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Luffness New Golf Club

Luffness New. Strange name, isn't it? Makes you want to ask, "Okay, what's a 'Luffness' and where's the old one?" Actually, the original Luffness golf course was founded in 1867, and laid out by the legendary Tom Morris, architect of many a great Scottish links golf courses. In 1894, however, they had to abandon their layout and start anew, with Tom Morris again as architect. The original membership was made up of "102 gentlemen as life-members on payment of six pounds each" (not a bad deal). And thus the new Luffness course was launched. Of all the names they could have chosen, for some reason the name Luffness New Golf Club was selected.

Overview of Luffness New Golf Club
Kind of gets your golf juices flowing, doesn't it?

Luffness New is a final qualifying course for the Open Championship

A true Scottish links golf course, Luffness New is seldom if ever chosen for a play by the golf travel companies, who would rather concentrate on the more "famous" golf courses in the area. But it is a favorite of the independent golf traveler. Luffness New runs adjacent to the three fine Gullane courses, all of which are also true Scottish links layouts. In fact, it's difficult to tell where one golf course ends and the others begin. Like Gullane #1, Luffness New Golf Club is used as a final qualifying course when the British Open Championship is played at Muirfield. It has the same turf, hills, tough bunkers, deep rough, and wind that Gullane #1 has. In addition, it has fabulous greens that are always in terrific shape year round. The fairways also are beautifully kept and the views from the course are stunning.

Bring your short game

The course measures "only" 6,122 yards but it plays to a par 69, so don't be put off by the yardage. It's got an AFSD of 186 yards. That's long enough for the best players. And, too, there is only two par 5's so you know the par 4s are going to be long. On a calm day, if you keep the ball in the fairway, you'll score well. Don't forget the wind (as if you could when you play in it!). The wind makes this course much tighter. Remember, where you are. The Firth of Forth is just a fraction of a mile away and the wind is generally a factor. Caddies have been known to say, "It will take you three to be up there in two today." Holes #2, 9, 14 and 18-all long par 4s and on many days it will take you three to get there in two, so bring your short game. Having said that, remember that on links golf courses, because of the soil and short grass, the ball runs a lot further than on other golf courses. A 225 yard drive can easily run another 30 or 40 yards. And with a strong wind behind you a drive that would normally travel 225 yards on a parkland golf course can travel 275 yards on a links course. That "advantage" can quickly turn into a disadvantage, however, because the more a ball runs on these undulating fairways, the more opportunity for a bunker to gobble it up. The way to score on a links golf course is to hit the ball straight, not necessarily long.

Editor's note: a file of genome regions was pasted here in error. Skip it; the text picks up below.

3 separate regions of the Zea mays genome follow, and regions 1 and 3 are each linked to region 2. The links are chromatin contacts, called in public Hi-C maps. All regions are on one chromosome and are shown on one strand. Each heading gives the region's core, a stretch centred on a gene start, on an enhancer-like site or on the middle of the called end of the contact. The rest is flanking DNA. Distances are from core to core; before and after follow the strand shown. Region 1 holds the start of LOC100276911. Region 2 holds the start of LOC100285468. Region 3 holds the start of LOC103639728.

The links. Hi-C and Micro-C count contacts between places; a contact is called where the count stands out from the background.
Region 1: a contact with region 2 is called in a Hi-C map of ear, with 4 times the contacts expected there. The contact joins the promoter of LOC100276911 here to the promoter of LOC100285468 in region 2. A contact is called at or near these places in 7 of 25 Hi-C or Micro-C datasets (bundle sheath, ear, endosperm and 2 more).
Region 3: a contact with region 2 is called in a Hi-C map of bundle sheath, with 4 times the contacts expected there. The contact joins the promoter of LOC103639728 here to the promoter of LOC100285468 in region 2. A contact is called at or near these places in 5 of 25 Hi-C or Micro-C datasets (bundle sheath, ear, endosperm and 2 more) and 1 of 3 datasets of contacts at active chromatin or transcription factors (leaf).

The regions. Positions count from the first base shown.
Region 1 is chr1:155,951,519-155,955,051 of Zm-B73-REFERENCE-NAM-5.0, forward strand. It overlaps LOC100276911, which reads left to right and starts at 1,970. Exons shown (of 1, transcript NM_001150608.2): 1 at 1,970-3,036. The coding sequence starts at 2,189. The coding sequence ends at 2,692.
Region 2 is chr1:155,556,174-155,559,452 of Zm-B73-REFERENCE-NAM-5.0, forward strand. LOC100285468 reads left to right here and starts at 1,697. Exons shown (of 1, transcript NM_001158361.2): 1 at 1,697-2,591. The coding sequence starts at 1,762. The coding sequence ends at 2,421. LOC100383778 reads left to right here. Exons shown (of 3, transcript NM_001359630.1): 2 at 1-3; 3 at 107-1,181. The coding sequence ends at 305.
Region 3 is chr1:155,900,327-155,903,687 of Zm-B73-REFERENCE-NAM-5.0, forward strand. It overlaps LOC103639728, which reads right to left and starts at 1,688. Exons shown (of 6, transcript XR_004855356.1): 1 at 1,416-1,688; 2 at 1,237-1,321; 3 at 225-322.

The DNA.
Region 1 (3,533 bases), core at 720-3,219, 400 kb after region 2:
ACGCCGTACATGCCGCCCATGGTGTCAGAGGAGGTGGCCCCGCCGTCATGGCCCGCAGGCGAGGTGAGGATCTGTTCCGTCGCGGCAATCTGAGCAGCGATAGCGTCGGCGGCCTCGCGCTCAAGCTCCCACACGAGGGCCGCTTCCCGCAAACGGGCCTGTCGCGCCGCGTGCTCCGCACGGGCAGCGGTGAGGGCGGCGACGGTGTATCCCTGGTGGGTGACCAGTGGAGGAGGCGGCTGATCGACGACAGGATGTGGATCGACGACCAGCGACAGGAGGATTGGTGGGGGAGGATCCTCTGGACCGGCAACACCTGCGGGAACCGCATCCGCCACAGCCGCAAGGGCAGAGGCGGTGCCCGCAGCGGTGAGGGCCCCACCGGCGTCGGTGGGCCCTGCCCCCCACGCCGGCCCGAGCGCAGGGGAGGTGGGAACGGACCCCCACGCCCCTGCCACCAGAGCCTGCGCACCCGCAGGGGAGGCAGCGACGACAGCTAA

The bunkers are well-placed, but they will severely penalize those who have trouble getting out of bunkers--especially deep bunkers. As with so many other Scottish courses, the first rule to remember when you are in a bunker is "Get Out!". Don't try to be fancy, just get out. Rely on your short game to get you your par or, at worse, a bogey. Just get out of trouble. Take your bogey if you have to and start fresh on the next hole. The same holds true for the rough. It's penal with deep grass in some areas. Trying to do too much from a bunker or the deep rough accounts for the high scores that this course can dish out. Take a drop if you have to and get on with your bogey

The greens at Luffness New are on the smallish side and relatively flat. Just because they don't have the exaggerated undulations of a North Berwick West Links course doesn't mean they are easy. Bobby Locke thought them to be "...the best greens in Scotland." Tony Yeates, the Secretary, tells me they are in the process of speeding up the greens. That should make them an even better test.

Luffness New--bunkers galore!
Nuff bunkers for you?

Like Gullane #1, this course has the downhill, uphill, and side-hill lies that come with the gently rolling Gullane hills. Because of the hills, it also presents the choices you will have to make to club up or down, depending on whether the green is far below you or far above you. Add to this the spectacular views and you'll have quite a good day of golf.

Golf Nook Scotland rating -- PAR
But I hasten to say, however, that any Scottish links golf course with a "par" rating is a fine golf course.
I would have rated Luffness New slightly higher but their relatively high green fees influenced my rating.

I found this to be a friendly private club that welcomes guests. You'll enjoy the goodwill you will be shown as a visiting golfer. When women play they use the same tees as the men but certain long par 4s are made par 5s for the women.


Luffness New Clubhouse
The golf course is always kept in tip-top shape--one of the best conditioned in Scotland. Their clubhouse is a bit more formal than the others in the area. (The only place where ties don't have to be worn is in the showers!)

www.luffnessgolf.com


*For What to Do All Day, please see Craigielaw